Our CEO Ian went on a countryside walk earlier this year with colleagues in Exeter’s Geography Department. Their aim was to follow the flow of electricity by walking the route of a power line. Their social media posts about this journey prompted discussions about electricity and difficult-to-follow commodities. One was Peter Forman – from the Institute of Political Science, Eberhard Karls University of Tübingen – who had just finished his PhD on natural gas. We asked him to share his experience of following a commodity whose materiality is especially challenging.
Natural gas can be thought of as natural in two senses of the word. First, it forms deep beneath the ground, independently of human action (as opposed to the manufactured gas that was used in the UK before 1970 – this gas was the product of hard labour, workers feeding iron retorts with coal), and second, it is naturalised. Whilst gas plays a crucial role in many people’s daily lives – we heat our homes with it, cook with it, and use it to warm water for bathing comfortably – most of us never give it much consideration. We come home from work, twist the tap on the hob, give it a press, then click! A spark. An eruption of yellow-blue flame. It is there, ready and waiting. It provides heat in an instant and is worthy of no further thought.
Yet in other ways, ‘natural gas’ is far from natural. Its presence beneath the earth is made knowable through a multitude of technologically complex devices, and it is only through the deployment of established knowledges, bodies and technological instruments that it is securely extracted, processed, pressurised, transported, and consumed. This is what Bridge (2004; 396) refers to when he describes how “a whole industry has emerged … dedicated to corralling the waywardness and variability of gas and rendering it a commodity compliant with the workings of the market”. Indeed, it is as a consequence of this dense assemblage that we can understand gas to not simply be there, ready and waiting. Far from it! For without the practices of these diverse actors, it would remain deep beneath our feet, trapped between layers of rock. As it travels (the direction and nature of which is likewise defined by said actors), it could also come to realise a series of what Dillon and Reid (2001) call ‘dimensions of dangerousness’. From it realising its flammability and explosiveness, to it causing significant societal disruption through the interruption of its supply, or it having severe ecological impacts of different kinds (for example, affecting global climate or contributing to marine crises such as in Puchuncavi, Chile – see Tironi et al. forthcoming), across its travels, natural gas can come to present a series of dangers that generate myriad attempts to perform security around it. Continue reading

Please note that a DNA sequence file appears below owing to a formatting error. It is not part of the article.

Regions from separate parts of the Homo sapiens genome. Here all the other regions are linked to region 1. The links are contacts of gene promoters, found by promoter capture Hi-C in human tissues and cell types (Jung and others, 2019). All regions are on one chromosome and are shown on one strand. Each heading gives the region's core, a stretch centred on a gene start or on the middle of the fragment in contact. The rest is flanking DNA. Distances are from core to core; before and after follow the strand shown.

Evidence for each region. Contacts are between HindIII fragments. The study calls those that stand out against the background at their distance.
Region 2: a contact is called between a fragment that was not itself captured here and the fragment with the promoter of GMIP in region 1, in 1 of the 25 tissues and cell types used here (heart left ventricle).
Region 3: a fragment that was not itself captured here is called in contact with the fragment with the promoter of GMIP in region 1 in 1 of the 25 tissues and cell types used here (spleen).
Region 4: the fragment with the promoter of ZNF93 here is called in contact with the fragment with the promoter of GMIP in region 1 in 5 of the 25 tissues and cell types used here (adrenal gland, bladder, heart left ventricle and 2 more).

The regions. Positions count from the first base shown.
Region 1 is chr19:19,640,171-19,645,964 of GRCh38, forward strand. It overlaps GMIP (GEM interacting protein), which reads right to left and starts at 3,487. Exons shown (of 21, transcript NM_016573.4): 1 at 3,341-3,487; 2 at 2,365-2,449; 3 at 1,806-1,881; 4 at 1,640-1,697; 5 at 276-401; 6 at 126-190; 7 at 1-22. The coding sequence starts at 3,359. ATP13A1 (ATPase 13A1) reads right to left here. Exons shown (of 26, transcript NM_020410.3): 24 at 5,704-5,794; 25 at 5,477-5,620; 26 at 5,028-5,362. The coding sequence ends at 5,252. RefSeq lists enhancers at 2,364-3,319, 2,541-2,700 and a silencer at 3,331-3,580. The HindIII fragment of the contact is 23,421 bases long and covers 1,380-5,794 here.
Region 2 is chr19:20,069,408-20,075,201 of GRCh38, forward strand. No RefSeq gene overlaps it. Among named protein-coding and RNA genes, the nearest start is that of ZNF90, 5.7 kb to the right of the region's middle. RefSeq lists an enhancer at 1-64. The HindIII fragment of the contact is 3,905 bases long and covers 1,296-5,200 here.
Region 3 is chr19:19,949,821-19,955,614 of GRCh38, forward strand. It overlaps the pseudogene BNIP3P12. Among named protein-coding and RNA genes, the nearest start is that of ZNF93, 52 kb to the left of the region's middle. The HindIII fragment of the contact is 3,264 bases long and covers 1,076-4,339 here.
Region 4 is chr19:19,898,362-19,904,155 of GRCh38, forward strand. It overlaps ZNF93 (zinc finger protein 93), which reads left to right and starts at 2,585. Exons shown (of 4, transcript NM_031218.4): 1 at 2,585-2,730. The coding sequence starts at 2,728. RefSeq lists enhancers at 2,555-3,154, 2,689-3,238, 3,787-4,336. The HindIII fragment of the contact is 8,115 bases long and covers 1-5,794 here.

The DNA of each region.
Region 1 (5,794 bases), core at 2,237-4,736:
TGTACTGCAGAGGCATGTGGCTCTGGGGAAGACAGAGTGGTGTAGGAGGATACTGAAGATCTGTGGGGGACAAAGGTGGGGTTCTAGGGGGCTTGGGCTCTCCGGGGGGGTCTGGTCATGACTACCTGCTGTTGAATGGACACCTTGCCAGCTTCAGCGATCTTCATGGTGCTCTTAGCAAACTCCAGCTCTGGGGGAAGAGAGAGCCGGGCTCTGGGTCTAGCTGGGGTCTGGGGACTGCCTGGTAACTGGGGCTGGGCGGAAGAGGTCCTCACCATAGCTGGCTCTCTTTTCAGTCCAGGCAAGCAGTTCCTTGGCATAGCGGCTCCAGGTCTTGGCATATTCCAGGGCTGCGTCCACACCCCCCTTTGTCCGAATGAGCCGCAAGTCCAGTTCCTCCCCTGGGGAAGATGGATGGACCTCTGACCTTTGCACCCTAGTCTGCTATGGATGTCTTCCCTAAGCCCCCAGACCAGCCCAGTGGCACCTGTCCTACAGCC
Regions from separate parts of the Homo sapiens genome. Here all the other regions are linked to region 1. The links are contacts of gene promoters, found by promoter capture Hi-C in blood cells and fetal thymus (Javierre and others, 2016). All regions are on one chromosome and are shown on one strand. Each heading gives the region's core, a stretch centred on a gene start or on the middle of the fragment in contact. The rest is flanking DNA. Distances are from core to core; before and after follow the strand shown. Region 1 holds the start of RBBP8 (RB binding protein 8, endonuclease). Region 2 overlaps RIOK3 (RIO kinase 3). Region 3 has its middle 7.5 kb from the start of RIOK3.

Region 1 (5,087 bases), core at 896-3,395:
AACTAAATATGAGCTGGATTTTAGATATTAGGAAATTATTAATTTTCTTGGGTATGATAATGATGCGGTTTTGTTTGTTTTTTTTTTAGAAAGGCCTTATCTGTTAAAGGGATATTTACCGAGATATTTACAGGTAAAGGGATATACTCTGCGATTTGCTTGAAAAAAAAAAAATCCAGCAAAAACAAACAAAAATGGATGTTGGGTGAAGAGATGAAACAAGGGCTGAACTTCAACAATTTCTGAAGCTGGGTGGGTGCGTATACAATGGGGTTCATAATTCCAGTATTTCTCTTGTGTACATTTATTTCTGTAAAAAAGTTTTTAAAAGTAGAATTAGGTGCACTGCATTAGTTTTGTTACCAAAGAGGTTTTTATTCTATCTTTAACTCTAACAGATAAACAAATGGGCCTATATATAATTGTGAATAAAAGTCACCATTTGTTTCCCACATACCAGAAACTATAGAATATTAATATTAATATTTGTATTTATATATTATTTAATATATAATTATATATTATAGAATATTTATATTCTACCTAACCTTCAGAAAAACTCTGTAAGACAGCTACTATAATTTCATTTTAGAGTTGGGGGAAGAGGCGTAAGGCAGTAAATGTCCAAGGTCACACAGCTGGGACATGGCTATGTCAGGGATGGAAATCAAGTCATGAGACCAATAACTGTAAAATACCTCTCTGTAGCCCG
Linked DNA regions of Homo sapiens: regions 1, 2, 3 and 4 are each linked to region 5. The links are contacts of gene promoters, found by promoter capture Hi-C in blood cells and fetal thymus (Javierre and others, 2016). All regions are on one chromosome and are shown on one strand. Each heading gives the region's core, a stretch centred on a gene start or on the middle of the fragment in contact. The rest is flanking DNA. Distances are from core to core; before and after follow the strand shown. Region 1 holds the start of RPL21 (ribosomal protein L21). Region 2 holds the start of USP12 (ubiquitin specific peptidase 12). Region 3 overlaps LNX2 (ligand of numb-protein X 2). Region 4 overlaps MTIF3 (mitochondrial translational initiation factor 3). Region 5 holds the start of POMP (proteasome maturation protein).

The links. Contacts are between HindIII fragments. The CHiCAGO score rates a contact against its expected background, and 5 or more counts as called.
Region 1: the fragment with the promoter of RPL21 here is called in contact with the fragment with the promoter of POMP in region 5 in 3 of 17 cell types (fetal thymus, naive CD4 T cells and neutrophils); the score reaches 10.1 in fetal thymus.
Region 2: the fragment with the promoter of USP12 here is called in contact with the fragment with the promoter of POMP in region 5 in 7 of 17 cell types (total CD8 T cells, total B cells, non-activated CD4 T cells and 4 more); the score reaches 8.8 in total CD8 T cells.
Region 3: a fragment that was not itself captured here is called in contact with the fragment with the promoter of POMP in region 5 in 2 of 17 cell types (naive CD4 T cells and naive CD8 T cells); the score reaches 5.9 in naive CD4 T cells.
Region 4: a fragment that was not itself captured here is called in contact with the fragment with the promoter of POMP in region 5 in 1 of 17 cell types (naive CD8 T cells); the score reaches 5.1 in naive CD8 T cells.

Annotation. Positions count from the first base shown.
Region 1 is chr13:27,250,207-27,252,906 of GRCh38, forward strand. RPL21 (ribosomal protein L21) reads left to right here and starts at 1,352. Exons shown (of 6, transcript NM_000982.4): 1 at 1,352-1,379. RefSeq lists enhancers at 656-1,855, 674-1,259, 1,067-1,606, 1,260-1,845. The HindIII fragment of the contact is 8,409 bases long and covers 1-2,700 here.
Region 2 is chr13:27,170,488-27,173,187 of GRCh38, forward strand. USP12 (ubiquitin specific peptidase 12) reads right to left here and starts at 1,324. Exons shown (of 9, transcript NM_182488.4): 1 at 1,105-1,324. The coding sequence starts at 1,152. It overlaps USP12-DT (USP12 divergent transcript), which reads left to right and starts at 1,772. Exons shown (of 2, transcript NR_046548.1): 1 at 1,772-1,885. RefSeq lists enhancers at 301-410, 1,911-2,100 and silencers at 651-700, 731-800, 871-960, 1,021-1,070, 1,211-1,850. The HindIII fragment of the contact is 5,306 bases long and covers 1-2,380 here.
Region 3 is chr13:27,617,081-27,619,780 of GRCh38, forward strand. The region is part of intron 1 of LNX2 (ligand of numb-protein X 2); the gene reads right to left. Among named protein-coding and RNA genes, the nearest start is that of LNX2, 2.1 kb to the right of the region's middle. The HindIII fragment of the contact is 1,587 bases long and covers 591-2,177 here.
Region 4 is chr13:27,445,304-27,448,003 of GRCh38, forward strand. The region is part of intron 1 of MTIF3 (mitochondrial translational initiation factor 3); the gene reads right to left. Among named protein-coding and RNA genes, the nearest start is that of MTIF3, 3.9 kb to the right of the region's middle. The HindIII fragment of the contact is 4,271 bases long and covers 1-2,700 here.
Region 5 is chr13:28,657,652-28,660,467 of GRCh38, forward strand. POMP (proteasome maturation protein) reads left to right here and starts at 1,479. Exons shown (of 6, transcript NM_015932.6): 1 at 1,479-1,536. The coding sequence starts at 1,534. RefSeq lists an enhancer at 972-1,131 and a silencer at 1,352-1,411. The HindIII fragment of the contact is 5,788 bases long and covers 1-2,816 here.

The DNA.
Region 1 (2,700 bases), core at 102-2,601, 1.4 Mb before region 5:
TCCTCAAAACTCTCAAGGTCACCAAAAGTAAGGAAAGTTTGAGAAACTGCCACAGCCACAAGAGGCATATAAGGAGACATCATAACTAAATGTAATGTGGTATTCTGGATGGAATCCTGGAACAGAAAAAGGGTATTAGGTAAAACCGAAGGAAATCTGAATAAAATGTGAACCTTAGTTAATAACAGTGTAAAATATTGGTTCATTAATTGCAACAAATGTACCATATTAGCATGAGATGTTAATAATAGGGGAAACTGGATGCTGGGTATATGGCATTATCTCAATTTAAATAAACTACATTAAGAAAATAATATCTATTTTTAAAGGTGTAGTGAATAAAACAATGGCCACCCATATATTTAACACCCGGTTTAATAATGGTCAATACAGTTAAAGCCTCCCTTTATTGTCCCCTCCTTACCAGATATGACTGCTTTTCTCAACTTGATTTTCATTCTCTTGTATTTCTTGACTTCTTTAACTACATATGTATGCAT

Here’s the latest of our Lego re-creations, made today to add to one of our first published pages: on Melanie Jackson’s (2006) digitally generated animation (and catalogue) A Global Positioning System. Continue reading
It’s International Women’s Day tomorrow, so we’ve picked out a documentary that’s soon to be featured on our site: Maquilapolis – city of factories. This is a preview of its page in our Electrical Department. It’s unique in the ‘follow the things’ genre because its both about, and made with and by, factory working women.
Maquilapolis – city of factories
Type: Documentary film (68 mins, in Spanish with Spanish or English subtitles)
Directors: Vicky Funari and Sergio de la Torre, in collaboration with the factory workers.
Production Company: Independent Television Service (ITVS).